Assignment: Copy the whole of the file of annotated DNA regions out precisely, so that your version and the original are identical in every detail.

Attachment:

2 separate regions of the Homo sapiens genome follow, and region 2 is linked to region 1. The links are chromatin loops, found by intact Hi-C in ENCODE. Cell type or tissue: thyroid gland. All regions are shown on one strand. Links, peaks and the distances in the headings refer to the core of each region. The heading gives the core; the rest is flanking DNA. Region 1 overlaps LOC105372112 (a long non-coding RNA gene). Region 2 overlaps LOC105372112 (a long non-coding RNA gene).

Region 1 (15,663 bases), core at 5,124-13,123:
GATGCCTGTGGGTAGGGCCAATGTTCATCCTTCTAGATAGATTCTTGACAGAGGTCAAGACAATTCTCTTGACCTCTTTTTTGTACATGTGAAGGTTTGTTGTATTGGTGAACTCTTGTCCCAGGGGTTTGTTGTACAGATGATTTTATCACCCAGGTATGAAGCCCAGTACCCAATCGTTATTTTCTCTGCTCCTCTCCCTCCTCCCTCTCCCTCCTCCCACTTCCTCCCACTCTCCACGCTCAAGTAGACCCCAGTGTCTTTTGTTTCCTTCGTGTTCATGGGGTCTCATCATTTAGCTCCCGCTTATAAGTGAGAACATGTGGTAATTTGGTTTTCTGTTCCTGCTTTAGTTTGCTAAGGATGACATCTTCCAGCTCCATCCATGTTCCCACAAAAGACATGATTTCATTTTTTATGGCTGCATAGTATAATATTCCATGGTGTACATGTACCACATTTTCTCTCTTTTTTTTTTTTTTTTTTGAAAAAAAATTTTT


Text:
2 separate regions of the Homo sapiens genome follow, and region 2 is linked to region 1. The links are chromatin loops, found by intact Hi-C in ENCODE. Cell type or tissue: thyroid gland. All regions are shown on one strand. Links, peaks and the distances in the headings refer to the core of each region. The heading gives the core; the rest is flanking DNA. Region 1 overlaps LOC105372112 (a long non-coding RNA gene). Region 2 overlaps LOC105372112 (a long non-coding RNA gene).

Region 1 (15,663 bases), core at 5,124-13,123:
GATGCCTGTGGGTAGGGCCAATGTTCATCCTTCTAGATAGATTCTTGACAGAGGTCAAGACAATTCTCTTGACCTCTTTTTTGTACATGTGAAGGTTTGTTGTATTGGTGAACTCTTGTCCCAGGGGTTTGTTGTACAGATGATTTTATCACCCAGGTATGAAGCCCAGTACCCAATCGTTATTTTCTCTGCTCCTCTCCCTCCTCCCTCTCCCTCCTCCCACTTCCTCCCACTCTCCACGCTCAAGTAGACCCCAGTGTCTTTTGTTTCCTTCGTGTTCATGGGGTCTCATCATTTAGCTCCCGCTTATAAGTGAGAACATGTGGTAATTTGGTTTTCTGTTCCTGCTTTAGTTTGCTAAGGATGACATCTTCCAGCTCCATCCATGTTCCCACAAAAGACATGATTTCATTTTTTATGGCTGCATAGTATAATATTCCATGGTGTACATGTACCACATTTTCTCTCTTTTTTTTTTTTTTTTTTGAAAAAAAATTTTT